I walked about a half mile to his campsite and knocked on his camper door. A woman answered and I told her my problem. She called the repair guy and he immediately put on his shoes to come look for the kitten. In fact, the whole family came: the woman (his wife), his daughter (who is about 12), and son (who was about 8). I found out later that they were big cat lovers and had 4 cats in their camper. This was a big event for them — saving a kitten. They even brought cat food and cat litter.

All four of them searched the van inside and out, back and front, and underneath. Much of this I had already done, but they were more thorough and found a few unsearched compartments, but no kitten. This took at least an hour. They were making a lot of noise and talking; so of course, the kitten would not meow. The RV repair guy could not believe that a kitten had ridden underneath the van for 40+ miles. I thanked them for their help and gave them $40 for their efforts.

By the time they left it was 11:45 p.m. Everything in the van was turned upside down and it was full of bugs since all the doors had been open. I got everything straightened out and most of the bugs killed by about 12:30 a.m. and finally got to bed. Thank goodness I did not hear meowing in the night!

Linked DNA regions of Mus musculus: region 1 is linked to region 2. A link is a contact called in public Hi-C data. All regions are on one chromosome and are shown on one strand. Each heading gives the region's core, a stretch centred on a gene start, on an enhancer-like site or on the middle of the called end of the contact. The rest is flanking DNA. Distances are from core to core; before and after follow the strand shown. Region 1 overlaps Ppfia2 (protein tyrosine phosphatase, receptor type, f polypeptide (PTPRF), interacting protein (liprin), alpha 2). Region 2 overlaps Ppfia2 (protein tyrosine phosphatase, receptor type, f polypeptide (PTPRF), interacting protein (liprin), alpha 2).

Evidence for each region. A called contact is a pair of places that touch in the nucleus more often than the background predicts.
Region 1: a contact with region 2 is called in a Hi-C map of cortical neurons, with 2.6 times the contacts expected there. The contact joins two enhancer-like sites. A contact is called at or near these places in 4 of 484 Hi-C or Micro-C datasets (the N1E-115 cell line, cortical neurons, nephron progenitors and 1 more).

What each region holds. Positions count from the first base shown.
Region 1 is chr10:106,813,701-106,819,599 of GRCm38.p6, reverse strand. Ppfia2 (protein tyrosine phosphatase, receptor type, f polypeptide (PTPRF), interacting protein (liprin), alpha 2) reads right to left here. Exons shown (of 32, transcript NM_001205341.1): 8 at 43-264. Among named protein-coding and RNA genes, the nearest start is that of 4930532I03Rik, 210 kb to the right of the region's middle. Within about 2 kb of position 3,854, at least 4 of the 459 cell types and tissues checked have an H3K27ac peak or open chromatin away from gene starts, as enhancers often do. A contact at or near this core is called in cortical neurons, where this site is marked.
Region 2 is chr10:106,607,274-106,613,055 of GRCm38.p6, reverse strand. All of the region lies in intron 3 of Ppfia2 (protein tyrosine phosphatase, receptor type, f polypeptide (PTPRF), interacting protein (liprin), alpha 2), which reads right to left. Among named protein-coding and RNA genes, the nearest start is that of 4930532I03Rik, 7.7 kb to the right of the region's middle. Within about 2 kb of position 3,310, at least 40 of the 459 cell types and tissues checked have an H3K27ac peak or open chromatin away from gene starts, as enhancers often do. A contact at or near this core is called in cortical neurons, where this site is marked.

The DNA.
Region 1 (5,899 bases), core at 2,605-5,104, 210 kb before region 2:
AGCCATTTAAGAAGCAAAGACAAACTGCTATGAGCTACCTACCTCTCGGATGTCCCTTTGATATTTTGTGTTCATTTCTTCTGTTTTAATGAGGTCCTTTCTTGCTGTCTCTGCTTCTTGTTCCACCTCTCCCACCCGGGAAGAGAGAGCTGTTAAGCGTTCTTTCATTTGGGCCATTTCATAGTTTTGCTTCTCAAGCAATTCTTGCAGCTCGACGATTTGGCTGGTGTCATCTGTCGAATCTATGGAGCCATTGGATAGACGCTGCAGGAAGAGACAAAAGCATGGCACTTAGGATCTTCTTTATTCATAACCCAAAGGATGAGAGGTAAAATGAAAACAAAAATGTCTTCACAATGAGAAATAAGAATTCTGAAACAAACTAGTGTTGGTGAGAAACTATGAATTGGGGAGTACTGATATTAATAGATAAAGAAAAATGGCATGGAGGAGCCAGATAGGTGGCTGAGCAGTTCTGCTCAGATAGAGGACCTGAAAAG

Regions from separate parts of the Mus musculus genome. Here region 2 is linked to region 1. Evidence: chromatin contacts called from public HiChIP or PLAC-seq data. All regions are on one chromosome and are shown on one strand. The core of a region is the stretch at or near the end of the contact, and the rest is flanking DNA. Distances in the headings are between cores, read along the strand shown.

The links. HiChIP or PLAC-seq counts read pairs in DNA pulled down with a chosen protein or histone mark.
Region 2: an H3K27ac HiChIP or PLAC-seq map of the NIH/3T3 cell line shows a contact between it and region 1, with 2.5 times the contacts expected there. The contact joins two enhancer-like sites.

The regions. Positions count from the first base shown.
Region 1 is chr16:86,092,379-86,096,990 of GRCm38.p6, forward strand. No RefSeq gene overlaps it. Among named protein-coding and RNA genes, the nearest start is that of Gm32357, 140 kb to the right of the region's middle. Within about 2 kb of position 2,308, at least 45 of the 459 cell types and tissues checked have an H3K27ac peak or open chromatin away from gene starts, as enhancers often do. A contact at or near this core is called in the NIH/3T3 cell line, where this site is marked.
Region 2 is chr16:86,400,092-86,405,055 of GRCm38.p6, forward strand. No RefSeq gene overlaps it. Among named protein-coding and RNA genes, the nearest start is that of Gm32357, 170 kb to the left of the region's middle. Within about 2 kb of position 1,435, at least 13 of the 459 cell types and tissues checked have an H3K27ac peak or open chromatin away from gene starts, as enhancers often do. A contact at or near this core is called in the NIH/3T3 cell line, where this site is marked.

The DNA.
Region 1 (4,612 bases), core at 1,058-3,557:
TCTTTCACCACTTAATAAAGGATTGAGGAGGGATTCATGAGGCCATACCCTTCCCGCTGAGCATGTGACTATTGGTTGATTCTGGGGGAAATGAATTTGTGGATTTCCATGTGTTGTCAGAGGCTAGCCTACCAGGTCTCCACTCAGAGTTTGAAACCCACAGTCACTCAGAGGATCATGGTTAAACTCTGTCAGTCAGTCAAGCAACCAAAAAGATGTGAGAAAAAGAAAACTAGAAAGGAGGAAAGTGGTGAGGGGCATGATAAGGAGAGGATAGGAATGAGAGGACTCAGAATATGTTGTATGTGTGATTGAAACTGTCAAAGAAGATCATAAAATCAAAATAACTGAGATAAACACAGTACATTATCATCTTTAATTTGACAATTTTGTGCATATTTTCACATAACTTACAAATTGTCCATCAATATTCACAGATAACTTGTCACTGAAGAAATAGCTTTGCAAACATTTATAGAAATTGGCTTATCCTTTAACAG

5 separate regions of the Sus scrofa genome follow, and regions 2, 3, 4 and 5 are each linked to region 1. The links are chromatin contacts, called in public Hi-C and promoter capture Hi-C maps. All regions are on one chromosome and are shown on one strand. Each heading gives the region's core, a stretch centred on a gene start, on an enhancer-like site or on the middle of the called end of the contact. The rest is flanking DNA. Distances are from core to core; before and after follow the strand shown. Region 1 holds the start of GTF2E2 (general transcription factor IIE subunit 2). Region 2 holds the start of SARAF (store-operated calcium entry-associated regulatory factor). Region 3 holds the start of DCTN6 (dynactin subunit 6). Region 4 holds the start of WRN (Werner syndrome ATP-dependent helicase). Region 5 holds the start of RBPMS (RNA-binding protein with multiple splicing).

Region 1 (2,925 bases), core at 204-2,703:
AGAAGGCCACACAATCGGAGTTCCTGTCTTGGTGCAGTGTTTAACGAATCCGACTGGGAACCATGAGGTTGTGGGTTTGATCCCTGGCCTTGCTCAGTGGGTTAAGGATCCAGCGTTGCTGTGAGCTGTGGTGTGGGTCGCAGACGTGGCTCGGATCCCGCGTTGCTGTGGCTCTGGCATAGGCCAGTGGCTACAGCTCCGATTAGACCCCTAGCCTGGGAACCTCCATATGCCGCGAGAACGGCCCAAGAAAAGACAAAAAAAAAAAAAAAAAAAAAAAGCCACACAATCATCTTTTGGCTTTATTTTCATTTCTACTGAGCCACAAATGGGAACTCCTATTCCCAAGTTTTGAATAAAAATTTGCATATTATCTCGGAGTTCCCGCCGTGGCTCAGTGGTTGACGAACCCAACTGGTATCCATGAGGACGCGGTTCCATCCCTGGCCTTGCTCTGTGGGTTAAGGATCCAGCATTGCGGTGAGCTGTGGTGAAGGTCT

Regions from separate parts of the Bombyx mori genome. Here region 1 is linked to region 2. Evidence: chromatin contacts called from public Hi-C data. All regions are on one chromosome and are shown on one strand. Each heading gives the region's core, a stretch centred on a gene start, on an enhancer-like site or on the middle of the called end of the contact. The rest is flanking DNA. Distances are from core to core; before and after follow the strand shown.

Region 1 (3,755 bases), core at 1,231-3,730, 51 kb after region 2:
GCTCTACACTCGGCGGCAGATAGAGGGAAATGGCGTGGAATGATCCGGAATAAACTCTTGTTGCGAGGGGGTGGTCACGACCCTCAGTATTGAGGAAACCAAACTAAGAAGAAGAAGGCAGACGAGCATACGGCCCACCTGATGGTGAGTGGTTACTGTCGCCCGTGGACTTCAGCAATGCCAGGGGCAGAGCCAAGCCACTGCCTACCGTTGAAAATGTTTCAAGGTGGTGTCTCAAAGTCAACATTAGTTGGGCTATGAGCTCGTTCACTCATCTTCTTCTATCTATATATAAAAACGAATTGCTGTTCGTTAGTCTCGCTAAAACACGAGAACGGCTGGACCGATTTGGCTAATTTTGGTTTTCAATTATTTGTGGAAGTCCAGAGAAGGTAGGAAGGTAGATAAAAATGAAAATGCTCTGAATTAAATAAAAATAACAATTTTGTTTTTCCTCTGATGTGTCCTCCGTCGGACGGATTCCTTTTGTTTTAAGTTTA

The next morning, I left for home in Baltimore. I told the kitten several times before I left that he better get out and stay there in the park. Happily, I heard no more meowing on the drive home. Maybe he could understand me!

I made two scenic stops on the way home. First, I stopped in historic Saint Mary’s City, Maryland’s first European settlement and first capital, which has been partially reconstructed. Then I stopped at Greenwell State Park, which has beautiful views of the Patuxent River, a small beach, and farm landscapes.

I know now the people who approached me on the side of the road, were not trying to hijack my van and there was definitely a kitten. The kitten, which I never saw, hijacked part of my time and enjoyment of my camping trip and I hope it does well wherever it is. I do wonder what happened to it. The kitten was a lot of aggravation, but it did not prevent me from enjoying the excellent water views and beautiful scenery of southern Maryland and learning about its history.

Carol Bergfeld Mills is a Professor Emerita of Goucher College, Towson, Maryland.  She can be contacted at [email protected].

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Carol Bergfeld Mills is a Professor Emerita of Goucher College, Towson, Maryland.  She can be contacted at [email protected].